The push to orient most high school students towards a 4-year college degree has created a problem for employers. The country lacks qualified blue-collar workers. The idea of qualification and blue-collar work used to be antinomic but it’s no longer the case.

There are a lot of outdated ideas about blue-collar jobs and career. Successful blue-collar workers no longer mean unskilled workers. Construction, manufacturing, home health have become high-tech. Few understand the types of job opportunities they offer and the demand for those skills.

Most employers face critical shortages of skilled labor and are willing to bridge the skill gap. If you are one of those, consider youth apprenticeship. Youth apprenticeship is a great way to link high school students to industries and address employers’ demand for skills. Get involve and teach teens how to work in your industry.

Another approach might be to create a partnership with technical schools in your region. This can benefit your recruitment efforts immediately by giving you access to the best students and attempt to get them to work for you!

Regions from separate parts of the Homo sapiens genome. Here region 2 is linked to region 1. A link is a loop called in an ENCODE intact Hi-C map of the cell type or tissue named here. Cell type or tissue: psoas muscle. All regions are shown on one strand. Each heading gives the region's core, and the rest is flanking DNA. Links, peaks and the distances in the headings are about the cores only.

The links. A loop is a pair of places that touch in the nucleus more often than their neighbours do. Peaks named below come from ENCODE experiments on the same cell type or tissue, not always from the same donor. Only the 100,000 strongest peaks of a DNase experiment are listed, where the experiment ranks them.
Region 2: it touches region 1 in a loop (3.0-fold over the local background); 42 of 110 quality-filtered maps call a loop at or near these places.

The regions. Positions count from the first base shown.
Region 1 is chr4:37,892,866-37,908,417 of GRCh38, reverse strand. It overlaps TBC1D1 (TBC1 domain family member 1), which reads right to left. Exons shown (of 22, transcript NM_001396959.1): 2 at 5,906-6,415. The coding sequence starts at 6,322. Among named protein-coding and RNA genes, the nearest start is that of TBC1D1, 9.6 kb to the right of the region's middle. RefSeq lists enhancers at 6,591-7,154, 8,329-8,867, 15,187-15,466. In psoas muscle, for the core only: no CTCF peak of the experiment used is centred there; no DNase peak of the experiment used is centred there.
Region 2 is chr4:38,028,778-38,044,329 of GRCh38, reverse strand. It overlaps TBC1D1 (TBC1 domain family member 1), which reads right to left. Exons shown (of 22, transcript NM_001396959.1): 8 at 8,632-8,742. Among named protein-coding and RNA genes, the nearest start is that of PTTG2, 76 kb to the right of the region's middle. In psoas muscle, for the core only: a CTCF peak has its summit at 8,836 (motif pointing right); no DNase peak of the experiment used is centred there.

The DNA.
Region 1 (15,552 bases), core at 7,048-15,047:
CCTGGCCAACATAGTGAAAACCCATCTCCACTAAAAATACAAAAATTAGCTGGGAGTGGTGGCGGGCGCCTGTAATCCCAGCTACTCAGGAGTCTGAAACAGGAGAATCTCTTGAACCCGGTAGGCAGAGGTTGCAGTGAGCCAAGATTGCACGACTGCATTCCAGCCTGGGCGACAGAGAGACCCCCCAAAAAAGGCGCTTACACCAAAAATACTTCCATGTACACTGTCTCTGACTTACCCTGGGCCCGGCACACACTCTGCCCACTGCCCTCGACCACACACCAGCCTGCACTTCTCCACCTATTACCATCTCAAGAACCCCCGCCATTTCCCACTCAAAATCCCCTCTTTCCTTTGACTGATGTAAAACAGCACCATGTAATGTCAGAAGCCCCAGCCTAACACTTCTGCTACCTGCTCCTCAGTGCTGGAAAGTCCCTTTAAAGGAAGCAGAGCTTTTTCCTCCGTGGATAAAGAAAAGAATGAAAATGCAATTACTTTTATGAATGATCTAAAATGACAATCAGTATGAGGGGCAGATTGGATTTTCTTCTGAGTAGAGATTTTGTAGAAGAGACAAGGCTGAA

Here are some practical tips to attract better employees to your entry-level jobs:

  • Write job descriptions that accurately reflect position requirements. In particular, take a hard look at whether a college degree is really necessary.
  • Take a wider look at viable candidates who have the right attitude. Skills are trainable. Can they do, or be taught to do the work? While it’s easier to look for candidates who have the exact experience and education. Consider if candidates have transferrable skills.
  • Look for military veterans as a source of new hires. This is a topic close to my heart as a military spouse. Many vets have incredible leadership skills. They have experience taking responsibilities. Consider working with military transition assistant programs (known as TAP) to identify military specialties that might suit your recruitment needs.
  • Some potential hires might be hiding in plain sight. Look at the workers in the “gig economy”. Because of the recession, they work temporary jobs and drive for Uber. Now that the economy has improved, these workers might seek full-time employment. So next time you jump into an Uber, consider it a possible screening interview!

Forward-thinking employers are evolving their recruitment strategies. Also, consider your Employer Mix to retain those frontline workers. Your success as a business depends on your ability to attract and retain a talented workforce.

Schedule a call with me to discover how we can create successful recruitment and retention programs for your workplace.

Not sure you’re ready for a chat? Drop me a line and tell me about your business.